By Mr. Lorin Smith (I Corps)July 13, 2010
Madigan Healthcare System wants to let the thousands of spouses and children of deployed service members know that they have not been forgotten, and behavioral health help is here for them thanks to the Child and Family Assistance Center.
Better known as CAFAC, the new Madigan pilot program's goal is to incorporate three existing Family-based behavioral health departments - Family Assistance for Maintaining Excellence, the Child Guidance Clinic and the School-based Behavioral Health Program - and have them be a fully-functioning one-stop shop under one head and have one phone number that gives providers, Families and patients the care they need.
"Soldiers can use Soldier Readiness Service and Soldier Evaluation for Life Service, but what about Family members' They are our main focus at CAFAC," said Director Dr. Lindsay Paden.
CAFAC came about due to the difficulty experienced by Families' inability to find care within the base's myriad behavioral health care services, Paden said.
That's why CAFAC leadership has decided to redesign the services under three sections: Adult Services, Child and Adolescent Services and School Behavioral Health Program Services.
"CAFAC will improve access to care for the base's Family members, reduce the stigma associated with receiving behavioral health care, provide uniquely-tailored services to military Families and be synchronized and aligned with the Army's Force Generation cycle," Paden said.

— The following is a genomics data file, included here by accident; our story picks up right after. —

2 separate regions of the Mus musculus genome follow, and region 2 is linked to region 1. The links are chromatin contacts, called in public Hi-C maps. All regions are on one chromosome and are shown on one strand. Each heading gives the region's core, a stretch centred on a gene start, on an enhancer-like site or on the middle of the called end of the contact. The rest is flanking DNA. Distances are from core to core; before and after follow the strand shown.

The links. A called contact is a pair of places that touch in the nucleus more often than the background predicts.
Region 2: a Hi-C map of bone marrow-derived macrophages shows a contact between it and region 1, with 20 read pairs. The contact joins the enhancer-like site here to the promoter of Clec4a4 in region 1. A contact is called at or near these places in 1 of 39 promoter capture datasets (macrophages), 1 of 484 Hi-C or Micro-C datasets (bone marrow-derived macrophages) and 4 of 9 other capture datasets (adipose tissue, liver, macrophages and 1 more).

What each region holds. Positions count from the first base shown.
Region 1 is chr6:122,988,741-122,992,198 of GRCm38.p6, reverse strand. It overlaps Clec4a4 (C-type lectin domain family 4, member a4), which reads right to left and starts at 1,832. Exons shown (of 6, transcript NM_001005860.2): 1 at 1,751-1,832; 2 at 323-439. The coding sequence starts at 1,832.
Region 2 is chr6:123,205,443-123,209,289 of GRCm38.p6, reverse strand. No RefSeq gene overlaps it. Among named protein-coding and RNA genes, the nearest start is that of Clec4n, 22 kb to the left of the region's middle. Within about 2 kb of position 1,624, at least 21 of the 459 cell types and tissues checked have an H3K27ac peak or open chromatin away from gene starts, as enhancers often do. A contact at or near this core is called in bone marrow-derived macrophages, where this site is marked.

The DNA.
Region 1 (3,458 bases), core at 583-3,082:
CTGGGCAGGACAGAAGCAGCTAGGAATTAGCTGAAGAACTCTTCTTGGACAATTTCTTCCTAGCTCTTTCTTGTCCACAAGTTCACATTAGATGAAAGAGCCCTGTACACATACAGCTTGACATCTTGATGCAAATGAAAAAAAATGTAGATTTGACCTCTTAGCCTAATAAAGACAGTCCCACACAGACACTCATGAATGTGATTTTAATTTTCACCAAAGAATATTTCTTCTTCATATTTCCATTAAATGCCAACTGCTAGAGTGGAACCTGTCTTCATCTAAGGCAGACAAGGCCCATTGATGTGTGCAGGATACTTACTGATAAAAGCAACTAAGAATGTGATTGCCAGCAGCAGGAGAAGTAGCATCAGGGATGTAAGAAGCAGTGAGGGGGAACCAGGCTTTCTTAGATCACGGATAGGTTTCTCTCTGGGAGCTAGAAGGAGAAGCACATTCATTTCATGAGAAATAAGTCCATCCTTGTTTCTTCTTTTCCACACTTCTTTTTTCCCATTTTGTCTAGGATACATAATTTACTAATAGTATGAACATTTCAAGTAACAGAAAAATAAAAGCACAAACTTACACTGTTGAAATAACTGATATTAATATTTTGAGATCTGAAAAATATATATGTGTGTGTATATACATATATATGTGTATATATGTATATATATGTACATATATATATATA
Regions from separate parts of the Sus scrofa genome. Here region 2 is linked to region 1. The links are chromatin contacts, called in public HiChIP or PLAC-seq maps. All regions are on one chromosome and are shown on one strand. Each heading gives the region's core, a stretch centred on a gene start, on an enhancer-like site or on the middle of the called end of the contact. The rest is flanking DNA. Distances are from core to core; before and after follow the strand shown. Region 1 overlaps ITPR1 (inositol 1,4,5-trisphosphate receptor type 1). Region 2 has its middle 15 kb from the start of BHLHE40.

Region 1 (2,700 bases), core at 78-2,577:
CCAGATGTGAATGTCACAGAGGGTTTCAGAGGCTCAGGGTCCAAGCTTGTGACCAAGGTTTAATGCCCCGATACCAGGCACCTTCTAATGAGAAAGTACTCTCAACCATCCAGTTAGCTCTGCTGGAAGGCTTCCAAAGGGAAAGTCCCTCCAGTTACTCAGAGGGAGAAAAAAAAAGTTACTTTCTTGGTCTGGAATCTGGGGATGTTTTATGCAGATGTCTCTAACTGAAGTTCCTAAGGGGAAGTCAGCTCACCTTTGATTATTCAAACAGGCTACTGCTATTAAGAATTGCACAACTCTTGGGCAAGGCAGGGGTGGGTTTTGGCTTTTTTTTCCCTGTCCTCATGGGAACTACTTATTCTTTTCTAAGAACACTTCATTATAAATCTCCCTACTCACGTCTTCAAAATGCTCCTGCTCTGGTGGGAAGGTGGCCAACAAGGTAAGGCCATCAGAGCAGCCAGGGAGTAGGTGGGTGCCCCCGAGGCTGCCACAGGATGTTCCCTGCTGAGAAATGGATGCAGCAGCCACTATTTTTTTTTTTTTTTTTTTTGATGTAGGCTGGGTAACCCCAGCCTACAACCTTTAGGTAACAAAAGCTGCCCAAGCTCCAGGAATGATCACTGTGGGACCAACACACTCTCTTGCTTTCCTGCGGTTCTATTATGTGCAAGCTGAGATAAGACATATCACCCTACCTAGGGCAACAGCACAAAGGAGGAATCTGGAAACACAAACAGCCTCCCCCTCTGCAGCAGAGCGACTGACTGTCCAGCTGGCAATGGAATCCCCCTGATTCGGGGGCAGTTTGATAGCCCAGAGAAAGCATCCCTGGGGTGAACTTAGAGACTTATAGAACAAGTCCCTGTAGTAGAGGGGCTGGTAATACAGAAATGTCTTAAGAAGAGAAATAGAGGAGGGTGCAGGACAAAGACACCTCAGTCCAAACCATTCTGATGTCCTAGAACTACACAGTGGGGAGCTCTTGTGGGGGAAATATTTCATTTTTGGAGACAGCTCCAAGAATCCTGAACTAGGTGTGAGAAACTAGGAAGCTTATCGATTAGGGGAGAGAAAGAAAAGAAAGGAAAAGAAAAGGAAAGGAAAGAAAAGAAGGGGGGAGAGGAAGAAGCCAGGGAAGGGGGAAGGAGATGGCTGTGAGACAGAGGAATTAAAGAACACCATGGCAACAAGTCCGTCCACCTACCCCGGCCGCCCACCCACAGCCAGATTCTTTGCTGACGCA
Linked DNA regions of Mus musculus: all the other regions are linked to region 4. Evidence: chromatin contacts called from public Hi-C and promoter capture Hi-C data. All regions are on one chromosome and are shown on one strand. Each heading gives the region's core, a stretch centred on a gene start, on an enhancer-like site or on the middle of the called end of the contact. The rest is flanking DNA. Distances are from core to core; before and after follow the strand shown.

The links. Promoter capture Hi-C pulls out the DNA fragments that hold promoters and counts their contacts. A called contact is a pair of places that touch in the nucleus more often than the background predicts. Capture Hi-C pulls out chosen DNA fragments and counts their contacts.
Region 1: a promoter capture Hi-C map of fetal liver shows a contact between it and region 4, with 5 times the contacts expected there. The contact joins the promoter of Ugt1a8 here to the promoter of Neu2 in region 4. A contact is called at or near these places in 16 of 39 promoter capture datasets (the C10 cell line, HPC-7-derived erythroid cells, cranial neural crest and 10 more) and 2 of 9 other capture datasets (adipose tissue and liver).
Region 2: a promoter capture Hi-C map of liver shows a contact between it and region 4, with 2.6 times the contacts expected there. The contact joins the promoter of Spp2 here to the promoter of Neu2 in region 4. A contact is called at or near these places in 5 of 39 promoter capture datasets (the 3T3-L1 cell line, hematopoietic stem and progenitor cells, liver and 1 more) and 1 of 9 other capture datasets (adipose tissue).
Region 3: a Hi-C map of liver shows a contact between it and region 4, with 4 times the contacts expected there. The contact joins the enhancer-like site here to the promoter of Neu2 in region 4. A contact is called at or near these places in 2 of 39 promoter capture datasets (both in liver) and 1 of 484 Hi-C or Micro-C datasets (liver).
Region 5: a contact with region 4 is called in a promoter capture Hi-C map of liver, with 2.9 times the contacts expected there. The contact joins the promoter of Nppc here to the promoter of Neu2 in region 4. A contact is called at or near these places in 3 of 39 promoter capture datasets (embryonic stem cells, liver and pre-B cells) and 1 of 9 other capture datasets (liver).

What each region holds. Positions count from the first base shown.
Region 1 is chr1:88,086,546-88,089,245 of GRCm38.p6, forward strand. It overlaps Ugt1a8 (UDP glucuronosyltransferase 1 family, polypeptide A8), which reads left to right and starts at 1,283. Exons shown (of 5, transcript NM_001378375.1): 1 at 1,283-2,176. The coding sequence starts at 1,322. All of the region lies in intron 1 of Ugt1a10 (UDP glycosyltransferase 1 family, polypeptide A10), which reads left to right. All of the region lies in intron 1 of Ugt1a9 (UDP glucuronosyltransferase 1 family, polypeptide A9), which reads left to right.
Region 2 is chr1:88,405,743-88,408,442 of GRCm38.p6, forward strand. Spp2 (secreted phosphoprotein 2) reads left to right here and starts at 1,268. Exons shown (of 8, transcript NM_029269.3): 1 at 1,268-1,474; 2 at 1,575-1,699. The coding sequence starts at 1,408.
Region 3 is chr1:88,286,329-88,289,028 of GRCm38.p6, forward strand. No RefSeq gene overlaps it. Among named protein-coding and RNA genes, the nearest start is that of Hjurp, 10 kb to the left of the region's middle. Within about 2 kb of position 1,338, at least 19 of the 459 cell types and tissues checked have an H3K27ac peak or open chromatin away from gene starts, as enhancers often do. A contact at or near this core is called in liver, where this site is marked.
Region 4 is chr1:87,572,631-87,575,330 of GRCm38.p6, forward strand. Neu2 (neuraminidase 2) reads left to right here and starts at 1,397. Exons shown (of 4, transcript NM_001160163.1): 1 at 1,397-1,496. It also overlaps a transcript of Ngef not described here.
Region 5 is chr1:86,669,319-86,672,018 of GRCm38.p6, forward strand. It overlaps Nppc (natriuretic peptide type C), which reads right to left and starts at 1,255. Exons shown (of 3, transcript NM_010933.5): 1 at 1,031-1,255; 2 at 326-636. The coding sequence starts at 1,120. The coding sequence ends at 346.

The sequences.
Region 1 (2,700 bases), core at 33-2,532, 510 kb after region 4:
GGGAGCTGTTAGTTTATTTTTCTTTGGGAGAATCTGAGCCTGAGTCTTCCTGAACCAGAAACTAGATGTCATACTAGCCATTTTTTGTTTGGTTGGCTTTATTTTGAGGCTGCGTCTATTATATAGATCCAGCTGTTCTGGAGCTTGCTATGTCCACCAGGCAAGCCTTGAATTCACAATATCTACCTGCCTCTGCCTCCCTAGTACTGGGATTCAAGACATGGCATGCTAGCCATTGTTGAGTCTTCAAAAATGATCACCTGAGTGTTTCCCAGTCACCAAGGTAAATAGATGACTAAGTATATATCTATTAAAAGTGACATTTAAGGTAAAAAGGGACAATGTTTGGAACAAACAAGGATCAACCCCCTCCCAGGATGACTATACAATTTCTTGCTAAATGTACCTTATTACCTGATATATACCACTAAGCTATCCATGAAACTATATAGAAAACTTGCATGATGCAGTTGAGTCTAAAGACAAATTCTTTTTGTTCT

Nearly 9,000 children visited a behavioral health program at Madigan in 2009, compared with 6,000 children who saw a provider in the TRICARE network.
The higher caseload necessitated the the Army to look to programs like CAFAC, Paden said.
"We provide walk-in capability for adults to see a provider at FAME, we are conducting outreach to make Soldiers aware of when the stressors can be highest and we are ensuring our Soldiers' children are getting quality care in their school," Paden said.
The newest addition to the CAFAC triad is the School Behavioral Health Service, which offers 3,000 children at Joint Base Lewis-McChord's six elementary schools access to 17 behavioral health providers trained in child psychology, psychiatry and social work case management.
These behavioral health specialists will be integrated within each school's staff.
The teams will deliver clinical assessments and treatment or therapy in individual or group settings; even classroom intervention.
School behavioral health specialists will work with parents and teachers to ensure everyone involved in a child's well-being receiving behavioral health therapy get the attention he or she needs.
"Studies show that military children do as well or better than civilian peers when parents are doing well," Paden said.
"Having our providers in the base's schools will only help the children excel even more."